Deadline fast approaching for same-sex marriage vote
SUPPORTERS of both the Yes and No same-sex marriage campaigns in Gladstone are urging people to return their postal ballots as quickly as possible.
While the survey officially closes at 6pm on November 7, today is the last recommended deadline for people to send back their ballots if they want to make sure their vote is counted.
About 74.5% of all eligible voters had returned their postal ballot as of last Friday, according to the Australian Bureau of Statistics - leaving about four million people yet to have their say.
Natalia Muszkat, a professional photographer who has lived in Gladstone since 2007, said she wanted to do something to encourage people to fill out their survey forms.
Ms Muszkat, who is backing the Yes campaign, settled on offering to photograph her first same- sex wedding free of charge, should it become legal following the survey.
"It's to help raise awareness... I didn't know what else to do," she said.
"At the end of the day it's all about equality really.
"It's about giving people the same, not just privileges, but also responsibilities, as everybody else."
Ms Muszkat said she was confident the survey would return a "big majority" for the Yes side - but she wouldn't feel any huge sense of victory as a result.
"To me it's just a shame that we actually have to (vote on this)," she said.
"I feel like I should apologise to people that have different sexuality or preferences when it comes to who they marry.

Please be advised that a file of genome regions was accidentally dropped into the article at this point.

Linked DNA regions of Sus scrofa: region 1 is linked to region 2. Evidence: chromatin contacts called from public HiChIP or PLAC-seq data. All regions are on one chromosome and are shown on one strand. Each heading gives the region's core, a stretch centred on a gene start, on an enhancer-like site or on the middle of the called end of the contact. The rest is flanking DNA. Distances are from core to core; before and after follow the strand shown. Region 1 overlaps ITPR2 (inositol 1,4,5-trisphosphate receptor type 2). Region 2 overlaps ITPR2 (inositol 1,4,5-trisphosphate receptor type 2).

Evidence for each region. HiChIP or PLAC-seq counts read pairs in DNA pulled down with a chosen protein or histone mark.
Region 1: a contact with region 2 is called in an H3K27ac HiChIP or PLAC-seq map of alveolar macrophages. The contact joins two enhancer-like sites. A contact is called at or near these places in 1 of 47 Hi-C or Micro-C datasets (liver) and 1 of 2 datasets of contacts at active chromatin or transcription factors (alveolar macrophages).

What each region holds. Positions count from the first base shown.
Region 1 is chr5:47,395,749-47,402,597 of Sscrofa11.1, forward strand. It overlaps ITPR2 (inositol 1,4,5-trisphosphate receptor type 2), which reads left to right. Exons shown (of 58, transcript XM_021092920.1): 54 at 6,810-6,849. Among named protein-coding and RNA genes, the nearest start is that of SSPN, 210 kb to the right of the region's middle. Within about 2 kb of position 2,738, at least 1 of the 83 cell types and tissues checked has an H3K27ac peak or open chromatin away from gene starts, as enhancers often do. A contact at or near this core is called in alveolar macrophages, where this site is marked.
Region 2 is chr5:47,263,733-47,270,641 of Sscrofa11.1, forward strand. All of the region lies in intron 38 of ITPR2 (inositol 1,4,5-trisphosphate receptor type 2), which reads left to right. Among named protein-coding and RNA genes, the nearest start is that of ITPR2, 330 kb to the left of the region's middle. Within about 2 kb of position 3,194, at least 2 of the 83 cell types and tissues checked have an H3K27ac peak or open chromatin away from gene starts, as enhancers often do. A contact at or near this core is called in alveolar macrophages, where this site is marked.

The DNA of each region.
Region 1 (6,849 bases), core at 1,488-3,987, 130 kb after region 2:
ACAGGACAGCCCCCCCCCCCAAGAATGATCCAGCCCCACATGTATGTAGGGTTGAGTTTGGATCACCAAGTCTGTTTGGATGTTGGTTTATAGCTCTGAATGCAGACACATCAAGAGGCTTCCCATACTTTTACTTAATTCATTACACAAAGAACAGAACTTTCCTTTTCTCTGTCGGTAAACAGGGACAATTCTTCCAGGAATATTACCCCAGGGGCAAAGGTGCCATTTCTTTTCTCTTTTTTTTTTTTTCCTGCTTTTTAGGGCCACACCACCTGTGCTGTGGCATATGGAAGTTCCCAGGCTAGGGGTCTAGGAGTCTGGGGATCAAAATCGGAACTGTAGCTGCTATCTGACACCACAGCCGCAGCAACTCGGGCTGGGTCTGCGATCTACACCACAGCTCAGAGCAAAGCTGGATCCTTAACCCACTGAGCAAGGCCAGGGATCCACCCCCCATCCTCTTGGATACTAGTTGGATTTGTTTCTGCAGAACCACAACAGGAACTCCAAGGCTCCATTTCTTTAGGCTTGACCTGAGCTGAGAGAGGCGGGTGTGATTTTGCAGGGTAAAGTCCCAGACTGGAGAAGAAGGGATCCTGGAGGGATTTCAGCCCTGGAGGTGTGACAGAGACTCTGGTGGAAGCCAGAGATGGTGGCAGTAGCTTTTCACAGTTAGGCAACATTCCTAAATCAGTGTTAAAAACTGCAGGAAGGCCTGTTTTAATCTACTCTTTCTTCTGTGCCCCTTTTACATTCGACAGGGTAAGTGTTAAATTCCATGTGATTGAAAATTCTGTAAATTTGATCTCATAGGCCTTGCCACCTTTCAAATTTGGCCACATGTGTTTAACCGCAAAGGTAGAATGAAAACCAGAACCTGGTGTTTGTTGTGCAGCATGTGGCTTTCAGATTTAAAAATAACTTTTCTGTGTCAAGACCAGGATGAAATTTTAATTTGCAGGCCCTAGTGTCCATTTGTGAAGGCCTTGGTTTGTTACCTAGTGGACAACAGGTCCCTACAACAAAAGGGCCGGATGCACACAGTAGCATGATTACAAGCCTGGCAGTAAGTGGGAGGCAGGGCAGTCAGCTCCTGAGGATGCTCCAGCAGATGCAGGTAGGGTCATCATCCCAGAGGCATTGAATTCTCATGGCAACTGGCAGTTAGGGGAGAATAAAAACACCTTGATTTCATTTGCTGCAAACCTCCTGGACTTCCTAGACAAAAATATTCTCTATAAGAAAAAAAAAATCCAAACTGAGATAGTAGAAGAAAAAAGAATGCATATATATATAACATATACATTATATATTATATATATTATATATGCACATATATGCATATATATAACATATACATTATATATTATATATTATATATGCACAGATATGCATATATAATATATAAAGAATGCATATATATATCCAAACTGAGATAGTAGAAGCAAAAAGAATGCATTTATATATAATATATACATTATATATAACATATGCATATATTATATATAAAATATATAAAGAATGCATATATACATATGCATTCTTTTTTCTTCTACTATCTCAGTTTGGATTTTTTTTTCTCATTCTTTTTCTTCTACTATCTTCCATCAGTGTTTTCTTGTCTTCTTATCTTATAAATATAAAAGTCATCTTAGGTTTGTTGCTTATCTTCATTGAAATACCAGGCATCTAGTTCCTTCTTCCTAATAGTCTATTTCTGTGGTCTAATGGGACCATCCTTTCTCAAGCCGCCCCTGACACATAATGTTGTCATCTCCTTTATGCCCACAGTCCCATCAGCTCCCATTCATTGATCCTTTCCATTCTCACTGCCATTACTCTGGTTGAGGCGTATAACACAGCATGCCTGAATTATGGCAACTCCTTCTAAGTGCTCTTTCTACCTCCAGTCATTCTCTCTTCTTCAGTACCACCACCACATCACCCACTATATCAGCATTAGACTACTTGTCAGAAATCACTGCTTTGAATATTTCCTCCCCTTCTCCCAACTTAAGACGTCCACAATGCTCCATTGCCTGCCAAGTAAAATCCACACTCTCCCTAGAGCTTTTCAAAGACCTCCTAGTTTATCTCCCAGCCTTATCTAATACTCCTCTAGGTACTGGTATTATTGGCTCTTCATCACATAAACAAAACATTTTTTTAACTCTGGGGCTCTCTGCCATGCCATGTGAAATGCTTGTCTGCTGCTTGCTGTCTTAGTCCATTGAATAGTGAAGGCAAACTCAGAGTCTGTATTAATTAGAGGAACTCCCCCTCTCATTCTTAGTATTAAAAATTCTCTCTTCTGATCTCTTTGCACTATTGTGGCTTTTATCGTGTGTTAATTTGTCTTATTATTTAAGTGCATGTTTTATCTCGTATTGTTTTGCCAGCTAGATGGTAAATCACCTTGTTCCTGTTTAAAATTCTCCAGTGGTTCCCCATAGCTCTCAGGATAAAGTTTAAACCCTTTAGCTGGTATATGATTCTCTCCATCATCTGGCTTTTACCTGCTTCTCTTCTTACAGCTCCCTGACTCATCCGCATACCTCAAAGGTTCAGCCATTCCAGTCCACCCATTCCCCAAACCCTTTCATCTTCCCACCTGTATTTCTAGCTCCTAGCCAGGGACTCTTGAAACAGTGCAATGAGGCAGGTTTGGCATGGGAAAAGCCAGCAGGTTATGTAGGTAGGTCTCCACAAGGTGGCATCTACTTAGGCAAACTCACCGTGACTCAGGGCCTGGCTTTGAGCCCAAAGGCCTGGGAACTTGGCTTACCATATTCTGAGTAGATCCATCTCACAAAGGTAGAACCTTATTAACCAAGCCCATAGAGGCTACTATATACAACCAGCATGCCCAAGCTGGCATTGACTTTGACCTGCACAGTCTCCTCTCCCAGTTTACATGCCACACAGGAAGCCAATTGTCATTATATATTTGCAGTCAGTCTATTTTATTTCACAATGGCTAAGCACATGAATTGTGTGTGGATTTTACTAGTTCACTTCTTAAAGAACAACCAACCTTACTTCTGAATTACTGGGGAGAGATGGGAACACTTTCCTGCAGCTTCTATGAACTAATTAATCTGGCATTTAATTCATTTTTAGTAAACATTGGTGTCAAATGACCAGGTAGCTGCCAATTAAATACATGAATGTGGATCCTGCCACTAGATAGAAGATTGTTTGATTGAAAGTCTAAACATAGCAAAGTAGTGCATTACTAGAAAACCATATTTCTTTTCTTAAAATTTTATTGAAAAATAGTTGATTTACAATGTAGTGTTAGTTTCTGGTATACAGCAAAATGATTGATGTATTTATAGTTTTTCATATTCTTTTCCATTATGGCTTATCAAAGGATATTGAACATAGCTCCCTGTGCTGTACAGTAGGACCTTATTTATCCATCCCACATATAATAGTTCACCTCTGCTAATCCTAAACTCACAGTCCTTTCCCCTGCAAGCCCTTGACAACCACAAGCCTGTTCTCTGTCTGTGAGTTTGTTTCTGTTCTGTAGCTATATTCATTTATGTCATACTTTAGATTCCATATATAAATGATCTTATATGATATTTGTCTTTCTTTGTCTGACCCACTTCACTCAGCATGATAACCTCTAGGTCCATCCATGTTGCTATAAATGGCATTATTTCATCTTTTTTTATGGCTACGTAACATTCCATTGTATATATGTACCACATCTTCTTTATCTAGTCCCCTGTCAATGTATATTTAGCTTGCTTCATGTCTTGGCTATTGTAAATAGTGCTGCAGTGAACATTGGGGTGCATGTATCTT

"I just don't understand why we have to put people in these situations... for an institution that shouldn't belong to any one group or another.
"Some people from different faiths or groups, they think the concept of marriage belongs to them. And that's just historically and culturally not correct."
Ian Aylward, senior pastor at Gladstone Baptist Church, is less sure about what the result will be once all the ballots are counted.
"It's hard to know how 15 million people are going to vote," Pr Aylward said.
"According to the surveys it seems likely the Yes case will have a majority... but I think the longer the discussion concerning this plebiscite has gone on, the smaller that majority is becoming."
Pr Aylward said people were changing their views as the debate continued.
"There are a few people that have come to me from the community... who were fairly strongly considering Yes and are now thinking about voting No," he said.
"They're concerned about the impact it will have on the language we use - whether we'll still be allowed to talk about husband and wife.
"And they're concerned about what will be the sex education taught to our children at seemingly a young age.
"People see the plebiscite as linked to (those issues), they don't see them as distinct issues."
Pr Aylward said the idea that churches shouldn't take part in political debate was unfair to those who wanted to hear different perspectives.
"As a church we're not here to tell people how to vote - but we have a right to express our opinions if it's in a cordial way," he said.
"Whichever way the plebiscite goes (and parliament votes) I suspect there'll be ongoing discussion and public debate.
"As long as those differing views are all held in good spirits and in a peaceful manner then I think that's one of our great strengths as a country."
The Australian's last Newspoll survey showed 59% of those who have returned their postal ballots say they voted in favour of legalising gay marriage.
Prime Minister Malcolm Turnbull said same-sex marriage would "absolutely" pass through Parliament by Christmas if the Yes vote wins.